A panama hat is a type of straw hat with a traditional brim. Also referred to as an Ecuadorian hat or a torquilla straw hat, the Panama hat is lightly-colored and finely woven from the straw of the South American toquilla palm plant. The hat is lightweight and breathable, and has a distinct central dent in the crown, which is pinched at the front.
History of the Panama Hat
Despite its name, the "Panama hat" originates from Ecuador, where it has been woven and worn for centuries. As a result, the hat is not usually referred to as a "Panama" hat in Ecuador. Instead, it is popularly known as "Sombreros de paja toquilla,” which translates to "hats of toquilla straw." When Spanish conquistador Francisco Pizarro arrived in what is now Ecuador in 1526, inhabitants of the region were already wearing the unique type of headwear. Weaving of the hats was common throughout the coastal and highland areas of Ecuador during the mid-1600s.
Link to Panama
As the local hat making industry in Ecuador grew, Ecuadorian Manuel Alfaro travelled to Panama and established a business selling his hats. Panama's location received more tourists, travelers, and aristocrats than Ecuardor, and hat makers began to ship their hats to Panama, which was a strategic travel hub at that time. The spread of the name "Panama" hat is linked to American gold miners moving from the east coast to California during the Gold Rush. The route by boat that passed through Panama was faster than travelling on land, and was therefore preferred. Many gold miners purchased the lightweight sun hat while in the country, and told others the hats were from Panama. Additionally, the name is also attributed to a photo of US President Theodore Roosevelt wearing a Panama hat. The photo, which was dated November 16, 1906 and showed Roosevelt inspecting the excavation of the Panama Canal, was published globally and contributed to the mistaken use of the term "Panama" hat.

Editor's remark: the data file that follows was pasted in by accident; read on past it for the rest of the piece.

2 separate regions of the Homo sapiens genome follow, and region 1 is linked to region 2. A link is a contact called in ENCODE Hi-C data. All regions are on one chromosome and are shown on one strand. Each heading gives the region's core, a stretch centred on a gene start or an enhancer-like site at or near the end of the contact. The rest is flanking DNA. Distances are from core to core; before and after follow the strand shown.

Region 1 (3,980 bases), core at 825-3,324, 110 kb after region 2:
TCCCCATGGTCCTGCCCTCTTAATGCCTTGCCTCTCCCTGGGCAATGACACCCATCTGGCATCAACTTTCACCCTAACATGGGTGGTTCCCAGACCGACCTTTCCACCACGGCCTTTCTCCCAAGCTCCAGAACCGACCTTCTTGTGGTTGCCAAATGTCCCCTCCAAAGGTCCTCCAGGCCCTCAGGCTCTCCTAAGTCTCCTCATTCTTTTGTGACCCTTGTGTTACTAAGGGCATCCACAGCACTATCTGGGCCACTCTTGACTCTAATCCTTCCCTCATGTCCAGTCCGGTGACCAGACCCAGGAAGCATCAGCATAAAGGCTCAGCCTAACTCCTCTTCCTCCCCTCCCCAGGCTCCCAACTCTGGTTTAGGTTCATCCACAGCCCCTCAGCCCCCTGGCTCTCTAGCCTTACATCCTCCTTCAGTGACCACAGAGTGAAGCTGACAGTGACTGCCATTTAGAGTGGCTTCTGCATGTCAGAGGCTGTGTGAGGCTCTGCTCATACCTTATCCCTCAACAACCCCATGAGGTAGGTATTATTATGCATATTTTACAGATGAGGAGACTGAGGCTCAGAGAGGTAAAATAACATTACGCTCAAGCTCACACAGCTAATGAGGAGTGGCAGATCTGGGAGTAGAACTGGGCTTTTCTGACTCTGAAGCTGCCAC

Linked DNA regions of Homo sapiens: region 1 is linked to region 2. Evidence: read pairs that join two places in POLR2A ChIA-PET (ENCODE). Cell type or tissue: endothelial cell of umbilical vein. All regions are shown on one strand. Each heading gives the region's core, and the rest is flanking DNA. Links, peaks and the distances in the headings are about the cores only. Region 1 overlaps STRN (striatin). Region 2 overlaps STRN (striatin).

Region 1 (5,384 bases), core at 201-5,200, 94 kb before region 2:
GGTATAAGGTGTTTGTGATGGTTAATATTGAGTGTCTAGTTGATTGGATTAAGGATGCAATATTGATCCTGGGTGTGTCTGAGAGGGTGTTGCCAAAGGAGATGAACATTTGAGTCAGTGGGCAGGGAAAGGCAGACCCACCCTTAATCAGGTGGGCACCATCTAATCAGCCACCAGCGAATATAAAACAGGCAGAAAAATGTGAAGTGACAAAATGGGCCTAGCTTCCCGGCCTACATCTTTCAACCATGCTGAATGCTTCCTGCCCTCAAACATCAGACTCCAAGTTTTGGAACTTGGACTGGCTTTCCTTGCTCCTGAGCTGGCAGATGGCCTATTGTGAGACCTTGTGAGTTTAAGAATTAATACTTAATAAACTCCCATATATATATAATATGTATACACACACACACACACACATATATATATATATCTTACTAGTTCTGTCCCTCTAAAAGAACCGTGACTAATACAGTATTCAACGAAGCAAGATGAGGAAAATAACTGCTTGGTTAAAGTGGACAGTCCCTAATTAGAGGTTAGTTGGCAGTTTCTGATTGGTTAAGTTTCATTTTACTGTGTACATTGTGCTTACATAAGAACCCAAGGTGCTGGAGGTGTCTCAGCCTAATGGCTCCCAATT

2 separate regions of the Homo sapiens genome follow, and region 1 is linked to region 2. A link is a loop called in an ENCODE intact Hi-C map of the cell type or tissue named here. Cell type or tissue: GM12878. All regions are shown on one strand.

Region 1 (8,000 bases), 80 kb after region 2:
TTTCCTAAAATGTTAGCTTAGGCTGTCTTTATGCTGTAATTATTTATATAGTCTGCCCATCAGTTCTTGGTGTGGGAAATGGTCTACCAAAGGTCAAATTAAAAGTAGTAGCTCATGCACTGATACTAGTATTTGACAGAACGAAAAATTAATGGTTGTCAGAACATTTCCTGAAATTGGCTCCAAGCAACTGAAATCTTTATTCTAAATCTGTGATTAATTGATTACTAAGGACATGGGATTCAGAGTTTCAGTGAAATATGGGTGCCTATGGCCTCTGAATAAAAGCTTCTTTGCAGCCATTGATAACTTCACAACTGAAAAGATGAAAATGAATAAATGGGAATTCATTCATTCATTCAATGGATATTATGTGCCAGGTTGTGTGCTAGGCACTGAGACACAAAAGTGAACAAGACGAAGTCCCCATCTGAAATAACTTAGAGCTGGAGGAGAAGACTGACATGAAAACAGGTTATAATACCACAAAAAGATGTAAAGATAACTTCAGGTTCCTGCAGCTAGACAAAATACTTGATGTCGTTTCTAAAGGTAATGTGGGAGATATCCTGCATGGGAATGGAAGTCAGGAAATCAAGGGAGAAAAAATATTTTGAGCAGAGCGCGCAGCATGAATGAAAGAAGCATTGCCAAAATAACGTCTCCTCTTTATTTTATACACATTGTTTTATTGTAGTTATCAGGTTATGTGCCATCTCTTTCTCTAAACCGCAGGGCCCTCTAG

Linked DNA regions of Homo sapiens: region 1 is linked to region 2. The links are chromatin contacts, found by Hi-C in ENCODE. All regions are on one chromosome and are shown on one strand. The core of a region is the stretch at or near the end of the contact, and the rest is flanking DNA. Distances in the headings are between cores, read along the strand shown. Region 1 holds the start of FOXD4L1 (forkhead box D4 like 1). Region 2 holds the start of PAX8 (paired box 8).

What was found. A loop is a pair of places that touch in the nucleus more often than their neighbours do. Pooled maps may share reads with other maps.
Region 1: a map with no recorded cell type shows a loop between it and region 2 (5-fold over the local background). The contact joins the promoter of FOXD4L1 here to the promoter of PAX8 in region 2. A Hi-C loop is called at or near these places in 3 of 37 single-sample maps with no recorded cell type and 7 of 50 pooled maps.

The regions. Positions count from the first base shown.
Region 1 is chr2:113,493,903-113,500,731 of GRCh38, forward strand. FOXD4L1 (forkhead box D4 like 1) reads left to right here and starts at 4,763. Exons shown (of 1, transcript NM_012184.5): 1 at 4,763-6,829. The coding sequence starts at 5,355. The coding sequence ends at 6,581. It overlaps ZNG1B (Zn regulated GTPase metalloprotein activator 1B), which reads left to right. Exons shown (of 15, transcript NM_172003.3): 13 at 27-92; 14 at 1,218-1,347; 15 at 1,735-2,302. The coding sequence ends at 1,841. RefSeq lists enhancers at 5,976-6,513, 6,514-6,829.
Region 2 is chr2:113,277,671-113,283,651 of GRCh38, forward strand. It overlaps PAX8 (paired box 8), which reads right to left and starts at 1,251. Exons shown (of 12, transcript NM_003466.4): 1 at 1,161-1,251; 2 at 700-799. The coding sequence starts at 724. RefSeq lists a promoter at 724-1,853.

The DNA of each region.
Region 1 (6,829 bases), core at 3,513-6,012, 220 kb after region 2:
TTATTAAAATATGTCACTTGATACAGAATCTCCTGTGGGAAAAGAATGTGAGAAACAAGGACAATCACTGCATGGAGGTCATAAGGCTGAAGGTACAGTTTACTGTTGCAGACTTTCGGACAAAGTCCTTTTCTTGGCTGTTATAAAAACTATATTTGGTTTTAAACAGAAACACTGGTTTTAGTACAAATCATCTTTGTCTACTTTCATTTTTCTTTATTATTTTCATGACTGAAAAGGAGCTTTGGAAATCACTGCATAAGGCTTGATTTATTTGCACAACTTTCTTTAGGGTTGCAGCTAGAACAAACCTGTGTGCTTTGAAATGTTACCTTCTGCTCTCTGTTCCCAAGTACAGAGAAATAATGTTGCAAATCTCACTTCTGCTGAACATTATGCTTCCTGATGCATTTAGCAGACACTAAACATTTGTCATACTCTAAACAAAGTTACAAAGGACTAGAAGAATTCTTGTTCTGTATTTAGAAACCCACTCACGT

Production of Panama Hats
The production of a Panama hat, which includes weaving and blocking, requires a high level of craftsmanship. The hat's material is prepared in the weaving phase, while the hat's shape is created in the blocking stage. The Brisa weave is the most delicate, as it uses few straws, while the herringbone and Cuenca weaves are more robust, require more straw, and have more intricate designs. The best quality Panama hats are called Montecristis, in reference to the town of Montecristi, where they were initially made.
About the Author
Benjamin Elisha Sawe holds a Bachelor of Arts in Economics and Statistics and an MBA in Strategic Management. He is a frequent World Atlas contributor.
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